Whether you are in Mexico City for just a few days or a business traveller with just a couple of hours to sightsee between meetings, you don’t have to miss out on experiencing the magnificence of the city’s pre-Hispanic history. Here are my tips for visiting archaeological sites located right in the metropolis. Don’t forget to check out my corresponding video post and blog entry.
- No matter what time of year you visit, I suggest you bring a hat and sun cream when visiting the archaeological sites as most are outdoors and the sun is strong, even in winter.
- In most sites and museums, you will not be allowed to use flash photography. Check for signs in the entrance. Please adhere to the rules and help to preserve these treasures.
- Great article on what is buried beneath Mexico City here
- Check out my general tips for visiting museums in Mexico City here.
- Located at 146 Insurgentes Sur at Periferico, Tlalpan, D.F., 14030. Phone (55) 5606 9758
- Open 365 days a year. Visiting hours: Monday to Sunday from 9:00 to 17:00.
- Free admission. There is a fee for filming with a videocamera.
- Services: Guided tours summer courses, student advisory, checkroom.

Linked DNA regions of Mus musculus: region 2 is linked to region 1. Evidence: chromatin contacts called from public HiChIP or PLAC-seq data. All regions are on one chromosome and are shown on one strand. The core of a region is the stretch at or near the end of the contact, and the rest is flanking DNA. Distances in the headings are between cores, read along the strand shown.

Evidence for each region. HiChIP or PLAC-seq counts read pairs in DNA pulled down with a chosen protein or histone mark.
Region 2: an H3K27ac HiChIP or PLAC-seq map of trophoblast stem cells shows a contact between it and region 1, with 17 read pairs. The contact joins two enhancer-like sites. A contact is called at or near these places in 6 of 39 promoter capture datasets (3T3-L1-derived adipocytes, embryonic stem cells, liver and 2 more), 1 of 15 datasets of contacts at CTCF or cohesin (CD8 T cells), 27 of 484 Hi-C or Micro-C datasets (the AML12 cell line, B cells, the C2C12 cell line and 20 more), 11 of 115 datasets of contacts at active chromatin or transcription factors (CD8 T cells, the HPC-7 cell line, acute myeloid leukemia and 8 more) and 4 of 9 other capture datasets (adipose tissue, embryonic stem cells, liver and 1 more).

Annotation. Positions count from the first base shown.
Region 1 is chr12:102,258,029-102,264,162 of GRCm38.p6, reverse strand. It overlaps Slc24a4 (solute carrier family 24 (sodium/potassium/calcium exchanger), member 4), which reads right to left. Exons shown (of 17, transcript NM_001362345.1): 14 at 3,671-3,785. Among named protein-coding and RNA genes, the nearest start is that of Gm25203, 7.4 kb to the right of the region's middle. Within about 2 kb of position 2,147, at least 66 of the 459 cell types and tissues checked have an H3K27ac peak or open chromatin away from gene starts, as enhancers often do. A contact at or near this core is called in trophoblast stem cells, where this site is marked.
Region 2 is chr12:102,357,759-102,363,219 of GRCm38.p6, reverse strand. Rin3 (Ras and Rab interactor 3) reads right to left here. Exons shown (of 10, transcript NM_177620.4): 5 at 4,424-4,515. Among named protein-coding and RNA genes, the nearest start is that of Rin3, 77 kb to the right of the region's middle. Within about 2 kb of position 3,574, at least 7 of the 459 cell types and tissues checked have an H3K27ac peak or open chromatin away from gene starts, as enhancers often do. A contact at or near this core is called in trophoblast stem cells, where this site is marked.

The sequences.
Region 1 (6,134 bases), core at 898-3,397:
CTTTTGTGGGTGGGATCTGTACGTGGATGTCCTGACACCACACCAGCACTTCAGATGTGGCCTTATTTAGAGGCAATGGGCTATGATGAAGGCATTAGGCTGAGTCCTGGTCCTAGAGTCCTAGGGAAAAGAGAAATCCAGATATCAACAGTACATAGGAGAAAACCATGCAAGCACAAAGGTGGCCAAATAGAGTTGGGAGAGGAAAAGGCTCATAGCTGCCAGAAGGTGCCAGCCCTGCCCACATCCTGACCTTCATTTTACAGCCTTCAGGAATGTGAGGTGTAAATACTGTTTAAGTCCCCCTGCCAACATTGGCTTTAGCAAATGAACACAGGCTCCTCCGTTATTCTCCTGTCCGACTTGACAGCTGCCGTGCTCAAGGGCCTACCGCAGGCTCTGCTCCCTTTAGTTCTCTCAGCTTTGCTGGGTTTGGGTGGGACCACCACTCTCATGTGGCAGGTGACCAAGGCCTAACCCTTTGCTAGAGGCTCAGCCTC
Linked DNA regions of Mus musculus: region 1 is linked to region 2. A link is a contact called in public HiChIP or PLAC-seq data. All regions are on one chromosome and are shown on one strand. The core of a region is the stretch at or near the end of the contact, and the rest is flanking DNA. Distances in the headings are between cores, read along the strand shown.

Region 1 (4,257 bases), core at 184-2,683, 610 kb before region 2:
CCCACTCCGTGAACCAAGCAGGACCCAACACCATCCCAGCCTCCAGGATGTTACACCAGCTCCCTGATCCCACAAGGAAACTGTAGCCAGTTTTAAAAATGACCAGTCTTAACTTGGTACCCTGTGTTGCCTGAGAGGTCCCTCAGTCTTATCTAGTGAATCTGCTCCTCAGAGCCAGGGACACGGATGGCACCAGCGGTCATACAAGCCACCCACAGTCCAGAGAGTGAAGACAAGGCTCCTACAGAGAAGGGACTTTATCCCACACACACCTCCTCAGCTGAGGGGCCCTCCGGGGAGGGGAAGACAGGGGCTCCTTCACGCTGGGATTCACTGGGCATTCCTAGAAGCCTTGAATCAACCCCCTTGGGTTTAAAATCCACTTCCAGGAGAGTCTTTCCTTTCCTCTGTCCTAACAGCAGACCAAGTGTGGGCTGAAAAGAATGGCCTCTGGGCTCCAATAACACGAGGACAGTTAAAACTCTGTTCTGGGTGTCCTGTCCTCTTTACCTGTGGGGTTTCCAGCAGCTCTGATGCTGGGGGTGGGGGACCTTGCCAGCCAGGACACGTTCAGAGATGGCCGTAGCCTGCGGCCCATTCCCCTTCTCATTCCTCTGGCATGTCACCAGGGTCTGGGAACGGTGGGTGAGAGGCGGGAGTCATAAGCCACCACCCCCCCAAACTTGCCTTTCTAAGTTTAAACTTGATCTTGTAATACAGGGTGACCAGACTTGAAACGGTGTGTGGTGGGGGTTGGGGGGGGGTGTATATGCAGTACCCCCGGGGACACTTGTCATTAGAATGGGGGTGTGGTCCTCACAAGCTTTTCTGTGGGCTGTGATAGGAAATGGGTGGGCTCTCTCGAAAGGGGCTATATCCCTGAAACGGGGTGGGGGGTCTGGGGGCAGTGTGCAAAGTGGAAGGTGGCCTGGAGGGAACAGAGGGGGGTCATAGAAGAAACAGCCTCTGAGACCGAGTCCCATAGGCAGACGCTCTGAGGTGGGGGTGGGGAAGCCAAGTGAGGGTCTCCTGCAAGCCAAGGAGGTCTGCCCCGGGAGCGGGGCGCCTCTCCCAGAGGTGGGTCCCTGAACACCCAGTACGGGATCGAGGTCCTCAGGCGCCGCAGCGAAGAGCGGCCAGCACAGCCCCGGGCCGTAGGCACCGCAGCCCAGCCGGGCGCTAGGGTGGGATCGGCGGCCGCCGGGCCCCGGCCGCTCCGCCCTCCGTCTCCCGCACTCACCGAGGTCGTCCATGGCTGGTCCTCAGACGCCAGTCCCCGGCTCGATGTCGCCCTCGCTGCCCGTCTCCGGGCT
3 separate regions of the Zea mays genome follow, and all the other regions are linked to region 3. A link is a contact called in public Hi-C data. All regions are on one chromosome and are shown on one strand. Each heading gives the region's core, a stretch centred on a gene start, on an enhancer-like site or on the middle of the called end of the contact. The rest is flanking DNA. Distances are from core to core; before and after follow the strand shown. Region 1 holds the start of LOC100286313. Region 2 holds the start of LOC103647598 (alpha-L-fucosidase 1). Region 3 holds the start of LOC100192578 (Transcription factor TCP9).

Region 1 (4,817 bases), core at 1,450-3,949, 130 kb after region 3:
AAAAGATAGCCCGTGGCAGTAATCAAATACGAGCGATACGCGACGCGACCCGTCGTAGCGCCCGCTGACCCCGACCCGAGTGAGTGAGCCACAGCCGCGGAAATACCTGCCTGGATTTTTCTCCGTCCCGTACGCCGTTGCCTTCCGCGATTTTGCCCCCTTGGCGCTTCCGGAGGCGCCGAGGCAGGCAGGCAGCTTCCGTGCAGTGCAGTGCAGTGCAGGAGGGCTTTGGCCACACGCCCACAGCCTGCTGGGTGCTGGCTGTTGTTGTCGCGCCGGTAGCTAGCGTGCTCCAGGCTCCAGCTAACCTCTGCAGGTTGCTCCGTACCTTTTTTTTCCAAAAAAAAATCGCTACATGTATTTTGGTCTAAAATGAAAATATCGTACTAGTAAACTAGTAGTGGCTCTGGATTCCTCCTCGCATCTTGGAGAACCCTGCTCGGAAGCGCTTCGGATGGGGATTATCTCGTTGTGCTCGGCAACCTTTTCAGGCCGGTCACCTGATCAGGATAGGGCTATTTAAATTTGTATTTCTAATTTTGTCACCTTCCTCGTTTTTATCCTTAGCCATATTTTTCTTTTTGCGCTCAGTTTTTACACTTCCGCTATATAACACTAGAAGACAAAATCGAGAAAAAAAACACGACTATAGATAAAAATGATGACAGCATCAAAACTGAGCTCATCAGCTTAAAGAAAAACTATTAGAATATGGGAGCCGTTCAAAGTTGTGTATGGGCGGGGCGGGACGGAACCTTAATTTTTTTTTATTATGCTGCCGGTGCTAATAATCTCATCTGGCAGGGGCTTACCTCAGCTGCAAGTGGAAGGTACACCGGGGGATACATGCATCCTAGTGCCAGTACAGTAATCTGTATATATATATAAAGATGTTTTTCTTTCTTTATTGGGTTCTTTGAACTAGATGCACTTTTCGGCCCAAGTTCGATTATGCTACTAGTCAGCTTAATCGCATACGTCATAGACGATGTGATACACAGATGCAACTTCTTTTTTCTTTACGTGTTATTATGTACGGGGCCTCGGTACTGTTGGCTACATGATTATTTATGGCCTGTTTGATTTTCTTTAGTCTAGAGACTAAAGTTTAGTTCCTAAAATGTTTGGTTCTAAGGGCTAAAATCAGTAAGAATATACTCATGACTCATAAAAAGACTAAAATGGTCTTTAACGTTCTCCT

- The archaeological findings exhibited in the onsite museum show that the inhabitants of Cuicuilco worshiped Huehueteotl, God of Fire. Entry to the museum is also free.
- Take the Metrobus Line 1 (red) to either the Perisur or Villa Olimpica stop. The site is a 5 minute walk from either.
- For some interesting theories regarding giants and UFOs at the Cuicuilco site, see here.
- Wikipedia site on Cuicuilco here and further reading here.
- Below is a map of the site:
- Located at Eje Lazaro Cardenas Ave. and Flores Magon St., Nonoalco Tlatelolco, Mexico City. Take the olive-coloured Metro Line 3 to metro stop Tlatelolco.
- Free admission to the archaeological site Monday through Sunday, from 8:00 to 18:00.
- The site offers free Spanish and English guided tours, Monday through Friday, from 8:00 to 14:00.
- Site website available in English here.